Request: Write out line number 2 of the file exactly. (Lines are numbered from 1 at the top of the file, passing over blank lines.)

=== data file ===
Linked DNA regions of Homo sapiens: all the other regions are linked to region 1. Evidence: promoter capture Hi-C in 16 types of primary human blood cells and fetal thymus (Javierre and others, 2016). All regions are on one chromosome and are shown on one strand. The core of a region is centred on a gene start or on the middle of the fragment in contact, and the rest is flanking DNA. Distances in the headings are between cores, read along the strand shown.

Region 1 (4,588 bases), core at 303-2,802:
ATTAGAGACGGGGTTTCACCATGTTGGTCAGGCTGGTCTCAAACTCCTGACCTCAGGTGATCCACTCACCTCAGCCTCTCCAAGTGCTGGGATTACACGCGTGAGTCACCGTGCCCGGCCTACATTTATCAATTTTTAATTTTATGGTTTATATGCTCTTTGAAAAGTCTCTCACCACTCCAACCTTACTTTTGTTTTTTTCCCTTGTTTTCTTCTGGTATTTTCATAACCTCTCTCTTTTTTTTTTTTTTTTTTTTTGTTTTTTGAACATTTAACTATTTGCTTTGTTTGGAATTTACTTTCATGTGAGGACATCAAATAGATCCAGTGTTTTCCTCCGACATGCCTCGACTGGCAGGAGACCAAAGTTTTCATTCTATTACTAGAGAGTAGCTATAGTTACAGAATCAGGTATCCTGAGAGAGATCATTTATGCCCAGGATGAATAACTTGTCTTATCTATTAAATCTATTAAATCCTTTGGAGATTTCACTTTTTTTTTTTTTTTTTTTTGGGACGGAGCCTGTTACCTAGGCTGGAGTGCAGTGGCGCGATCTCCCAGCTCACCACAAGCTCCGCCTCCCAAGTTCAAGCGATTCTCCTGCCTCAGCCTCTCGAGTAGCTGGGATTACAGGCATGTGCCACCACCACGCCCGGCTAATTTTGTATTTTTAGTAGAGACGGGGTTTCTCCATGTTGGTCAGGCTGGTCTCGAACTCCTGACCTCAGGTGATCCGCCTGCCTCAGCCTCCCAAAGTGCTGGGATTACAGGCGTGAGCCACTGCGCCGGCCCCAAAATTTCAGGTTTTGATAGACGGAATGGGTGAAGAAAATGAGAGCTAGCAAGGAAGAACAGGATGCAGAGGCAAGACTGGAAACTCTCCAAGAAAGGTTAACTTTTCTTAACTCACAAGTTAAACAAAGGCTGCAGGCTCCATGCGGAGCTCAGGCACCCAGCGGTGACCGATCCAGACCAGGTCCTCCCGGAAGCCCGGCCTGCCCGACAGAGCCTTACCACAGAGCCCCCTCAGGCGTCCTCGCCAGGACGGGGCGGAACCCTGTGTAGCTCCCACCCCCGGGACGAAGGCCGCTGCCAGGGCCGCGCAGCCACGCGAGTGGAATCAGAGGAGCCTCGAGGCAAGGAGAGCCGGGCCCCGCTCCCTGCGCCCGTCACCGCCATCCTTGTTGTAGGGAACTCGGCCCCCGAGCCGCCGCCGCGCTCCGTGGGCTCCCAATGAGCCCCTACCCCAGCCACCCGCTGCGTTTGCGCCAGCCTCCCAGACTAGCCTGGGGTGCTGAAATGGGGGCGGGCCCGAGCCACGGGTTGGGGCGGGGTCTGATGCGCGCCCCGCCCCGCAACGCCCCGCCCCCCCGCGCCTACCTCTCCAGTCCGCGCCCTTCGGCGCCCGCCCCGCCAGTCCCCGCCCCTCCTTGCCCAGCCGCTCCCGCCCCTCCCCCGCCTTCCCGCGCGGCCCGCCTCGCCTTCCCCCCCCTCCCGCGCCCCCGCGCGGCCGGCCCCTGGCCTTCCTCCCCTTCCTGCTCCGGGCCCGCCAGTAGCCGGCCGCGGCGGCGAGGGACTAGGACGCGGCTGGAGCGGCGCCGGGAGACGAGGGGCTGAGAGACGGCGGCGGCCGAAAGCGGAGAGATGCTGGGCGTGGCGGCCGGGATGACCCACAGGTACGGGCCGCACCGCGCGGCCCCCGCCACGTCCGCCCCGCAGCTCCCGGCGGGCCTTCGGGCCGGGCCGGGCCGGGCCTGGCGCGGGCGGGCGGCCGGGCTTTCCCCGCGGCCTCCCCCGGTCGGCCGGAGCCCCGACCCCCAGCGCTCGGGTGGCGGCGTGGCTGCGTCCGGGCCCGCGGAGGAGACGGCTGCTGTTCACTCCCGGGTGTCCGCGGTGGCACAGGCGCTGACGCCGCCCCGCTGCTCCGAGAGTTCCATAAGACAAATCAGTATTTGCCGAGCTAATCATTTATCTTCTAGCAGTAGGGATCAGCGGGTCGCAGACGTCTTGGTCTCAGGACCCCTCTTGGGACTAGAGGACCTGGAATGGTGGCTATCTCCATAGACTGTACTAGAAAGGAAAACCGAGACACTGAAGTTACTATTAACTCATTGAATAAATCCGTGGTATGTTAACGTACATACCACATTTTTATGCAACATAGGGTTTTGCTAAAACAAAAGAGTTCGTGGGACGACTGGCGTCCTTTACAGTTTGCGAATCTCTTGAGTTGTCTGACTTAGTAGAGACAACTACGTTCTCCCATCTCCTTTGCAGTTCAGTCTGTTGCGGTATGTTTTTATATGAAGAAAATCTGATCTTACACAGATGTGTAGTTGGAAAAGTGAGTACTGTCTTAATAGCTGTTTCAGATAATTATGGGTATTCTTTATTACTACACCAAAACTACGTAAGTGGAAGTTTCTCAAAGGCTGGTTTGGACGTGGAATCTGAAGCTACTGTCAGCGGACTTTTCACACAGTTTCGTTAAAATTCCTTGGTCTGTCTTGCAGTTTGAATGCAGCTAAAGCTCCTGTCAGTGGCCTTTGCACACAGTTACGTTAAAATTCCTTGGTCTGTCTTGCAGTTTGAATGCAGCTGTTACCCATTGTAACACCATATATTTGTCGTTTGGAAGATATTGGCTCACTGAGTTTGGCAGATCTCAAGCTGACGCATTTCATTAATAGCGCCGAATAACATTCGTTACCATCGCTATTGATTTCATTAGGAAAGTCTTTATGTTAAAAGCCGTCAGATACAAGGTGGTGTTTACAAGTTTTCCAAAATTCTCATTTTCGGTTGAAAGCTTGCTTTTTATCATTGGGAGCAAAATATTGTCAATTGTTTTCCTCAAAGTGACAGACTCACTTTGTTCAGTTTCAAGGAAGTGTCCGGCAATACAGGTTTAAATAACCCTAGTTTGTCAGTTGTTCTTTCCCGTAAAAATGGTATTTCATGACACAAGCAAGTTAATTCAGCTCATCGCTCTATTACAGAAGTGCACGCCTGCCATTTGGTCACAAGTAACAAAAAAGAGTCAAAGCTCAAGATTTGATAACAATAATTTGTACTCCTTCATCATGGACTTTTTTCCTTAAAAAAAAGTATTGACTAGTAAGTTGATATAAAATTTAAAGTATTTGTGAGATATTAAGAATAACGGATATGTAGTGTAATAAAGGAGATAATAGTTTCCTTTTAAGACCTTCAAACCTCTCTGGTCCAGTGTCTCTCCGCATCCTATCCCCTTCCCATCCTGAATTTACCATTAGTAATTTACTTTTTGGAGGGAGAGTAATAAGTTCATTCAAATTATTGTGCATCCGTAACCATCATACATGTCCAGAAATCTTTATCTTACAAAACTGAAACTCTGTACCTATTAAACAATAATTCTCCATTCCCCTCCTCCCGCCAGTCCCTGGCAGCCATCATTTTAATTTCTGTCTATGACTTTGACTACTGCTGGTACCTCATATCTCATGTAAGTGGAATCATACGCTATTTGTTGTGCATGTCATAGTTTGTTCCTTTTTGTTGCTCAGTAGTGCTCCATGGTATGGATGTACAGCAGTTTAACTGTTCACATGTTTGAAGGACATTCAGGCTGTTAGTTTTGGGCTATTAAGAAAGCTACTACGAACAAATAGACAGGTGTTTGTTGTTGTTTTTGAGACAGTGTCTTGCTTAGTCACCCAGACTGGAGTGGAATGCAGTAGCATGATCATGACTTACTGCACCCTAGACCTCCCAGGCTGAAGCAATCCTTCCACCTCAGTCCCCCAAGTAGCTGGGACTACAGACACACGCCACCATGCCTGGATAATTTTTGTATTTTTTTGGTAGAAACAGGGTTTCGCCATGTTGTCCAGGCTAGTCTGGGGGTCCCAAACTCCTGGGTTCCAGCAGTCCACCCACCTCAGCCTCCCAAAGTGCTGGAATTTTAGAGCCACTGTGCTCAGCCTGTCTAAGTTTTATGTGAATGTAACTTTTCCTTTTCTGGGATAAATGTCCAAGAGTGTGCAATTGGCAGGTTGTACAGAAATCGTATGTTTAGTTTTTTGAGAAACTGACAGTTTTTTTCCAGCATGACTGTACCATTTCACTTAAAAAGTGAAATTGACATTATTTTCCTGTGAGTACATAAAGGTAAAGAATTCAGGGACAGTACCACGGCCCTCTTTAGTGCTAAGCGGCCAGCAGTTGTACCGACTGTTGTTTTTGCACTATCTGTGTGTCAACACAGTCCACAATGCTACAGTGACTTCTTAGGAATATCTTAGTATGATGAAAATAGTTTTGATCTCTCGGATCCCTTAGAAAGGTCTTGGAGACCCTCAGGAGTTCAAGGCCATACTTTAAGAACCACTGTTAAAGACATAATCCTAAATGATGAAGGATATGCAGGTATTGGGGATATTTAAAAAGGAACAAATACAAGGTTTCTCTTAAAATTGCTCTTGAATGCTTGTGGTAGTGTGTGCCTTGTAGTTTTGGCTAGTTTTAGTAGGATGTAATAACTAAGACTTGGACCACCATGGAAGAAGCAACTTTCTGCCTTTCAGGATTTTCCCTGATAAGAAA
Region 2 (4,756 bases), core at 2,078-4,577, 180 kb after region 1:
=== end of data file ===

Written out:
Region 1 (4,588 bases), core at 303-2,802: